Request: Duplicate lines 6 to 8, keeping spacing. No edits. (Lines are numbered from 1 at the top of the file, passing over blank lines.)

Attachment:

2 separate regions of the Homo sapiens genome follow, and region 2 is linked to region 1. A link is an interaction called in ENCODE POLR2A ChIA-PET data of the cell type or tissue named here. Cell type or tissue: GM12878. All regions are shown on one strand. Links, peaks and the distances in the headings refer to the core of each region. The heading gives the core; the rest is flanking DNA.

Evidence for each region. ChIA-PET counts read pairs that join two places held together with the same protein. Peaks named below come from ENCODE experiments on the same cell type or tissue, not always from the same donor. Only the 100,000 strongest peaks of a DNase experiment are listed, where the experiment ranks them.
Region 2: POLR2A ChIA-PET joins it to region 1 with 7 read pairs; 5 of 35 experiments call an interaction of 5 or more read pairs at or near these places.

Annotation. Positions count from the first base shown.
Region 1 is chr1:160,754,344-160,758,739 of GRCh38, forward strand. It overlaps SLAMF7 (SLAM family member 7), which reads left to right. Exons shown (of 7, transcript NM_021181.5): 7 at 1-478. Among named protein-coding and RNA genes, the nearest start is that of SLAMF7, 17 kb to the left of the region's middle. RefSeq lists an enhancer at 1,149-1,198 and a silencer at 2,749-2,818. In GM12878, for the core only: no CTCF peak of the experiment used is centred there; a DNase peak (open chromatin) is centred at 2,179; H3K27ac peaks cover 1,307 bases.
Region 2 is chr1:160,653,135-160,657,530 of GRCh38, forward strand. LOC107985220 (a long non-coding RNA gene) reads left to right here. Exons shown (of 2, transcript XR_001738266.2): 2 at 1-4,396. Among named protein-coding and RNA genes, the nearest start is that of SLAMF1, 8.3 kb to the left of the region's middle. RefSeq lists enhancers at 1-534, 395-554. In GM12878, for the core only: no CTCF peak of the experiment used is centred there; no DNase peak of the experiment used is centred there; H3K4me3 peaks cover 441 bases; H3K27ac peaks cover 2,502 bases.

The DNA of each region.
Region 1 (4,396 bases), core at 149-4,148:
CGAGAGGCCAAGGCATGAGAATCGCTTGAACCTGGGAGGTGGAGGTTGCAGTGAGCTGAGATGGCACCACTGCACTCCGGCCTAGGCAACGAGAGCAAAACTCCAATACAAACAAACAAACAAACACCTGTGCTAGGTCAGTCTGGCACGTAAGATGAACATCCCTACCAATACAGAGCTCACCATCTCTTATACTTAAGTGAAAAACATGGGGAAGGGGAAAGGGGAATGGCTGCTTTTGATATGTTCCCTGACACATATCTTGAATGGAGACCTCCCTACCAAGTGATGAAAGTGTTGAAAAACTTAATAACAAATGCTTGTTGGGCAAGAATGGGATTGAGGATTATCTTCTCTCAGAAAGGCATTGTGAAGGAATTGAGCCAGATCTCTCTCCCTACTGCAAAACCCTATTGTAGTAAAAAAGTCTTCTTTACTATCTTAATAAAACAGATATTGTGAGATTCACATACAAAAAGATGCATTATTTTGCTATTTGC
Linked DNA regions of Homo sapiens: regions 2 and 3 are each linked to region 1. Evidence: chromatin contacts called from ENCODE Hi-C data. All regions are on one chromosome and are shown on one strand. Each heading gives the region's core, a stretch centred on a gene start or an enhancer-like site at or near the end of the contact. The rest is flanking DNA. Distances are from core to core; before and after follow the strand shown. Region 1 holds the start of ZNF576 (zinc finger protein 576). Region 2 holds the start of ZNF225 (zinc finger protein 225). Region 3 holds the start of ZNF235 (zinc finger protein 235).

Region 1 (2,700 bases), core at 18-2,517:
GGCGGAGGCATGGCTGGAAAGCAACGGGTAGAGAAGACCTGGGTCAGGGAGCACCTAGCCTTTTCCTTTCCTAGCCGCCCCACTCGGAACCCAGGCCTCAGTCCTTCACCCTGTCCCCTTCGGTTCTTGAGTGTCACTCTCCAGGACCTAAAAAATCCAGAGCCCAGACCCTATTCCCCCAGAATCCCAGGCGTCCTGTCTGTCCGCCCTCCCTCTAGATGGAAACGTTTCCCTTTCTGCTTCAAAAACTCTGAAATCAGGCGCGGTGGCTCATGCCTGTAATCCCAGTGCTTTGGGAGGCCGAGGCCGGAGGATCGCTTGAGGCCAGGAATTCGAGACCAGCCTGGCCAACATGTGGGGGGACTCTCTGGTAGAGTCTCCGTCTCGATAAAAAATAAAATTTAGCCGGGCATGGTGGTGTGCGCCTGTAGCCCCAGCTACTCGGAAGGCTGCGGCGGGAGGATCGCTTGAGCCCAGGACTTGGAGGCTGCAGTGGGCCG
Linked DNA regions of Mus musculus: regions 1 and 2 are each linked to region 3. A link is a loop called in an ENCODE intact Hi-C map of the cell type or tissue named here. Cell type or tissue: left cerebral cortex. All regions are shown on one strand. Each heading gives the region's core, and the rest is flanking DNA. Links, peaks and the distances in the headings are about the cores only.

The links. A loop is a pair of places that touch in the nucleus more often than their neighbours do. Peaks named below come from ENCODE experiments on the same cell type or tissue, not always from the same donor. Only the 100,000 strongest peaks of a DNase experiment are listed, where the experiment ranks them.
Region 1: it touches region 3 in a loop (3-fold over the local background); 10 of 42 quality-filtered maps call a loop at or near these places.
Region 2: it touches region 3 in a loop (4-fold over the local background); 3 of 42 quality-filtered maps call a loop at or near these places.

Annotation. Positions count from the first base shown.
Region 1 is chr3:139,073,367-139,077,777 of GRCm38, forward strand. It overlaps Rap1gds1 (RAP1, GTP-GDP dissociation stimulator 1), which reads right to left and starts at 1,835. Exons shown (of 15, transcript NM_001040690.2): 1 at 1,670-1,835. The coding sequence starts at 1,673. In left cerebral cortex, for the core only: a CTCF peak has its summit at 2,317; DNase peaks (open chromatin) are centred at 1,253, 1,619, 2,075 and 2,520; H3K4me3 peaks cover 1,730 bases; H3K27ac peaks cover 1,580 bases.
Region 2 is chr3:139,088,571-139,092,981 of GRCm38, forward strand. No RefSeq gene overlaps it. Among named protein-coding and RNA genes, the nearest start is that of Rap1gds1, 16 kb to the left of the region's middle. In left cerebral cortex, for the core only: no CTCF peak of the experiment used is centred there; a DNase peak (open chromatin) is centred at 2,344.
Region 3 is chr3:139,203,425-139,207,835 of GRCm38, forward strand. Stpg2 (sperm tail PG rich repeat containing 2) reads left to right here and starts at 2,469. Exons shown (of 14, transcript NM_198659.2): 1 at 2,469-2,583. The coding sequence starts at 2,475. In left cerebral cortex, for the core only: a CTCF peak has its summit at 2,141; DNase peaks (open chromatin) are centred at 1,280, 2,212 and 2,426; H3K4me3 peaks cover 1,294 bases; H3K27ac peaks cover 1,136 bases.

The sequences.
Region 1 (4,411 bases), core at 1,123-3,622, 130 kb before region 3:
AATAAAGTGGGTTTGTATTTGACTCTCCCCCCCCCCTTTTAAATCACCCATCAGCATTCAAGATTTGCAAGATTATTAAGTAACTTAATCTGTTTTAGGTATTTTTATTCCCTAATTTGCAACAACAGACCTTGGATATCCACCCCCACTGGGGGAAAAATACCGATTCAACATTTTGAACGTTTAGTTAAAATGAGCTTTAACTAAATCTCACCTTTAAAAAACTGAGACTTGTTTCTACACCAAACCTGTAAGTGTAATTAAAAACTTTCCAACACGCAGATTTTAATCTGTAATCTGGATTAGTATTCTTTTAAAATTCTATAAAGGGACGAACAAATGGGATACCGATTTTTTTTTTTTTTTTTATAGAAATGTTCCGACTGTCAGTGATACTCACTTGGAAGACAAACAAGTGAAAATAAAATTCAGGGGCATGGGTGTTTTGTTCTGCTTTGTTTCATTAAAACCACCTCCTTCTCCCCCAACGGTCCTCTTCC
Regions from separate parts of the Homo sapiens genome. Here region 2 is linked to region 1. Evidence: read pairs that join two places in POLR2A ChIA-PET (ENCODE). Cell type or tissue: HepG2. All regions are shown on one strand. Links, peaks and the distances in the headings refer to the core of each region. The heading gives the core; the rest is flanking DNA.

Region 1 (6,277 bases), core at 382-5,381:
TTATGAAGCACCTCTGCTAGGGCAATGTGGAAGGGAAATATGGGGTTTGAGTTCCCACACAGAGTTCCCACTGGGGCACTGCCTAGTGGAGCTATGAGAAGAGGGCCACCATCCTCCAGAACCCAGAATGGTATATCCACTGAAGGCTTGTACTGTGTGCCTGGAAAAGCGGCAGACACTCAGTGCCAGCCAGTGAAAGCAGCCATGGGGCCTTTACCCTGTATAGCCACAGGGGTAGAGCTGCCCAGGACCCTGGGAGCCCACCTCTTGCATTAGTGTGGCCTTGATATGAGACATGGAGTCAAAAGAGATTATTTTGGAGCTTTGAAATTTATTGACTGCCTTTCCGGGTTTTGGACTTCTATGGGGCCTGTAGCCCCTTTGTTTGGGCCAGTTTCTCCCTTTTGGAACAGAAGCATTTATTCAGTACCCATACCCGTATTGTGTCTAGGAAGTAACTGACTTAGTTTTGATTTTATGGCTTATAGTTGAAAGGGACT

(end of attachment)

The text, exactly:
Region 2 is chr1:160,653,135-160,657,530 of GRCh38, forward strand. LOC107985220 (a long non-coding RNA gene) reads left to right here. Exons shown (of 2, transcript XR_001738266.2): 2 at 1-4,396. Among named protein-coding and RNA genes, the nearest start is that of SLAMF1, 8.3 kb to the left of the region's middle. RefSeq lists enhancers at 1-534, 395-554. In GM12878, for the core only: no CTCF peak of the experiment used is centred there; no DNase peak of the experiment used is centred there; H3K4me3 peaks cover 441 bases; H3K27ac peaks cover 2,502 bases.

The DNA of each region.
Region 1 (4,396 bases), core at 149-4,148: